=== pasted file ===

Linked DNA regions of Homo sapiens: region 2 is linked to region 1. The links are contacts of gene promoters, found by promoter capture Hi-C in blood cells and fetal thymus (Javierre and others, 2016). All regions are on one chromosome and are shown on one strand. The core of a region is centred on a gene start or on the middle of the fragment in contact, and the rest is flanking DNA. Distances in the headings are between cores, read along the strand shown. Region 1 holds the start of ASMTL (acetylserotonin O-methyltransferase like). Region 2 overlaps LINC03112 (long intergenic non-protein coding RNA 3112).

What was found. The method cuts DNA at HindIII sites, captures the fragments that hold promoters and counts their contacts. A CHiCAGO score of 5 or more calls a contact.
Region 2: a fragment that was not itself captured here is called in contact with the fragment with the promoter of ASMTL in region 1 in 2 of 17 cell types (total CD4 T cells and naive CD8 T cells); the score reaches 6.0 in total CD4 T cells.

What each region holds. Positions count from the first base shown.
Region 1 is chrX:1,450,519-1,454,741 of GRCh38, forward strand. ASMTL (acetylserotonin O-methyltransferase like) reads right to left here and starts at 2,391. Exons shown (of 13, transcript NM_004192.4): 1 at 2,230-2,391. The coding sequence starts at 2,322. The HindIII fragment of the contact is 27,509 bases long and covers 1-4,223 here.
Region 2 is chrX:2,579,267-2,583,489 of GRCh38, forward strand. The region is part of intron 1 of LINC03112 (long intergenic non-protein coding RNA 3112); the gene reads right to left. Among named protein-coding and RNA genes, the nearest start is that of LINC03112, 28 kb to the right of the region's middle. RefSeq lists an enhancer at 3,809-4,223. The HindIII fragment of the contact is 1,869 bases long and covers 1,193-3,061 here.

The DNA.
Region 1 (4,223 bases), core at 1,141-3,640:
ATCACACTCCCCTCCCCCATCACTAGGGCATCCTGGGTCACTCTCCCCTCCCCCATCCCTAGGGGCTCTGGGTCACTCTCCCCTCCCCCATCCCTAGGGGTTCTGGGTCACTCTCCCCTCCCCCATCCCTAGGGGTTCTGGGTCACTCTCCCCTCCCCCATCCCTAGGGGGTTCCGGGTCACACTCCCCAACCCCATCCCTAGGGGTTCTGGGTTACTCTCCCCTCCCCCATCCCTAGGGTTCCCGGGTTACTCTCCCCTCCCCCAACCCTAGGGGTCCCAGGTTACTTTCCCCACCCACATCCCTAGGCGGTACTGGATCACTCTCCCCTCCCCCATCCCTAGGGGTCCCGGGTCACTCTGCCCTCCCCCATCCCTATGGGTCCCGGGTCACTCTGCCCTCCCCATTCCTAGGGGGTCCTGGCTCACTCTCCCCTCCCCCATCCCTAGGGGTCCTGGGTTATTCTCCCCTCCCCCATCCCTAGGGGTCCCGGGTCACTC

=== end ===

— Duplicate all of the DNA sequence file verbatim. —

Linked DNA regions of Homo sapiens: region 2 is linked to region 1. The links are contacts of gene promoters, found by promoter capture Hi-C in blood cells and fetal thymus (Javierre and others, 2016). All regions are on one chromosome and are shown on one strand. The core of a region is centred on a gene start or on the middle of the fragment in contact, and the rest is flanking DNA. Distances in the headings are between cores, read along the strand shown. Region 1 holds the start of ASMTL (acetylserotonin O-methyltransferase like). Region 2 overlaps LINC03112 (long intergenic non-protein coding RNA 3112).

What was found. The method cuts DNA at HindIII sites, captures the fragments that hold promoters and counts their contacts. A CHiCAGO score of 5 or more calls a contact.
Region 2: a fragment that was not itself captured here is called in contact with the fragment with the promoter of ASMTL in region 1 in 2 of 17 cell types (total CD4 T cells and naive CD8 T cells); the score reaches 6.0 in total CD4 T cells.

What each region holds. Positions count from the first base shown.
Region 1 is chrX:1,450,519-1,454,741 of GRCh38, forward strand. ASMTL (acetylserotonin O-methyltransferase like) reads right to left here and starts at 2,391. Exons shown (of 13, transcript NM_004192.4): 1 at 2,230-2,391. The coding sequence starts at 2,322. The HindIII fragment of the contact is 27,509 bases long and covers 1-4,223 here.
Region 2 is chrX:2,579,267-2,583,489 of GRCh38, forward strand. The region is part of intron 1 of LINC03112 (long intergenic non-protein coding RNA 3112); the gene reads right to left. Among named protein-coding and RNA genes, the nearest start is that of LINC03112, 28 kb to the right of the region's middle. RefSeq lists an enhancer at 3,809-4,223. The HindIII fragment of the contact is 1,869 bases long and covers 1,193-3,061 here.

The DNA.
Region 1 (4,223 bases), core at 1,141-3,640:
ATCACACTCCCCTCCCCCATCACTAGGGCATCCTGGGTCACTCTCCCCTCCCCCATCCCTAGGGGCTCTGGGTCACTCTCCCCTCCCCCATCCCTAGGGGTTCTGGGTCACTCTCCCCTCCCCCATCCCTAGGGGTTCTGGGTCACTCTCCCCTCCCCCATCCCTAGGGGGTTCCGGGTCACACTCCCCAACCCCATCCCTAGGGGTTCTGGGTTACTCTCCCCTCCCCCATCCCTAGGGTTCCCGGGTTACTCTCCCCTCCCCCAACCCTAGGGGTCCCAGGTTACTTTCCCCACCCACATCCCTAGGCGGTACTGGATCACTCTCCCCTCCCCCATCCCTAGGGGTCCCGGGTCACTCTGCCCTCCCCCATCCCTATGGGTCCCGGGTCACTCTGCCCTCCCCATTCCTAGGGGGTCCTGGCTCACTCTCCCCTCCCCCATCCCTAGGGGTCCTGGGTTATTCTCCCCTCCCCCATCCCTAGGGGTCCCGGGTCACTC